( 204 )
DAVITH v. NADORIS.
C. R., Colombo, 442.
Promissory note—Action by indorsee against maker—Failure of consider-ation as between maker and payee—Land purchased, but possessionthereof not delivered—Knowledge of indorsee—Defence againstindorsee.
Plaintiff sued defendant on a promissory note granted by defend-ant to A and indorsed by him to plaintiff. Defendant pleaded thatthe note was granted by him to A for part of'fche purchase amountof a land sold by A to defendant, but that A having failed to putdefendant in possession of the land, the consideration for the notefailed, and that plaintiff took the note with knowledge of thesefacts—
Heidi that the facts disclosed a good defence.
Ramasamy v. Veerappa (i S. C. R. 91) distinguished.
TDLAINTIFF sued defendant on a promissory note granted byhim and endorsed by the payee to plaintiff on the day nextsubsequent to its date. Defendant pleaded that he made andgranted it as part of the consideration for a sale of land to himhy the payee ; that the payee never put him in possession thereof ;and that possession of the land was actually held by certainpurchasers under the payee’s father, whose title was superior tothat which the payee professed to give ; and that the plaintiff hadnotice of all these matters.
( 205 )
At the trial the Commissioner on reading this answer, whichhis predecessor had accepted, dismissed the action.
Bawa appeared for him.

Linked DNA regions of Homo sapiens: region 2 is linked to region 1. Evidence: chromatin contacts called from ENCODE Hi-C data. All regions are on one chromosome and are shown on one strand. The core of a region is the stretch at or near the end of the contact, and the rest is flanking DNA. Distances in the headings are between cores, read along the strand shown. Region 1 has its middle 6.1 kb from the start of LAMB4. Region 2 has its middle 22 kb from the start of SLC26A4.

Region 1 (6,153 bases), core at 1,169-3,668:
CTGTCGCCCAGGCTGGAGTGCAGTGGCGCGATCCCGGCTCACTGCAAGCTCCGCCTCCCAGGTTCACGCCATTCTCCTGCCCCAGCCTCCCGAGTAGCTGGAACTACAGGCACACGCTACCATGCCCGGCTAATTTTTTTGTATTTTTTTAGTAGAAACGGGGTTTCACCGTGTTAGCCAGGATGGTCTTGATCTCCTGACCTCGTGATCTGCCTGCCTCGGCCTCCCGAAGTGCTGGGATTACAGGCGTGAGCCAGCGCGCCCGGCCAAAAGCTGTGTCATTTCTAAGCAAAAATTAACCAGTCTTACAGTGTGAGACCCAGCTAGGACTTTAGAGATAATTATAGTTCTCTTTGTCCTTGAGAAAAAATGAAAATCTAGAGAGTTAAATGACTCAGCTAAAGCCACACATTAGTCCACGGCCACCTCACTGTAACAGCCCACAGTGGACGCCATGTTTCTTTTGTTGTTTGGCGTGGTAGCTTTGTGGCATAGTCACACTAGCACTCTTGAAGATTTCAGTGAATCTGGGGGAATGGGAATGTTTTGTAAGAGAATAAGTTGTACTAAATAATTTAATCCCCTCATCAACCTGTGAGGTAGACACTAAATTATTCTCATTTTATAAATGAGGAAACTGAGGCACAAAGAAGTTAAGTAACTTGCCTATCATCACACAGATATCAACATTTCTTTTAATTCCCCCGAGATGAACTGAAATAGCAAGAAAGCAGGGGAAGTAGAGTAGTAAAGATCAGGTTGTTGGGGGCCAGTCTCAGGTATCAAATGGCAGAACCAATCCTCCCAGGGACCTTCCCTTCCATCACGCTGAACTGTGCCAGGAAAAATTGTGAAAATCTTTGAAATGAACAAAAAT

De Vos, for defendant, respondent.
18th May, 1898. Bbowne, A.J.—
Would the defence have been a good one if the payee had beenthe plaintiff ? As at present advised, I consider it would. Thecase differs from the precedent cited at 1 8. C. B. 91, in that therethe possession had been given, and here it had not. Even,however, though the execution of the conveyance was sufficientdelivery of possession to enable the purchaser to sue the possessor,the purchaser on not getting actual possession of the land has, inmy judgment, two courses open to him. He may sue his possessorduly citing his vendor, and if he fails afterwards reclaim the pricehe has paid. Or if he has only promised to pay the price andfinds his vendor’s title was truly defective as against that of thepossessor, he may wait till he shall be sued on his promise andthen plead failure of consideration, taking the risk of having toprove the defect in his vendor’s title.
The position of the indorsee of the note is not better than thatof the payee, if the indorsee had full notice of the matters whichwould preclude the latter from recovering thereon.
I remit the action for trial. No doubt the Commissioner will,
to shorten proceedings at the trial, try to ascertain at as early a
stage as possible the sufficiency of defendant’s proof that plaintiff
had knowledge that the payee’s title was defective, as the defence
will be mainly dependent thereon.
All costs to abide the result.
DAVITH v. NADORIS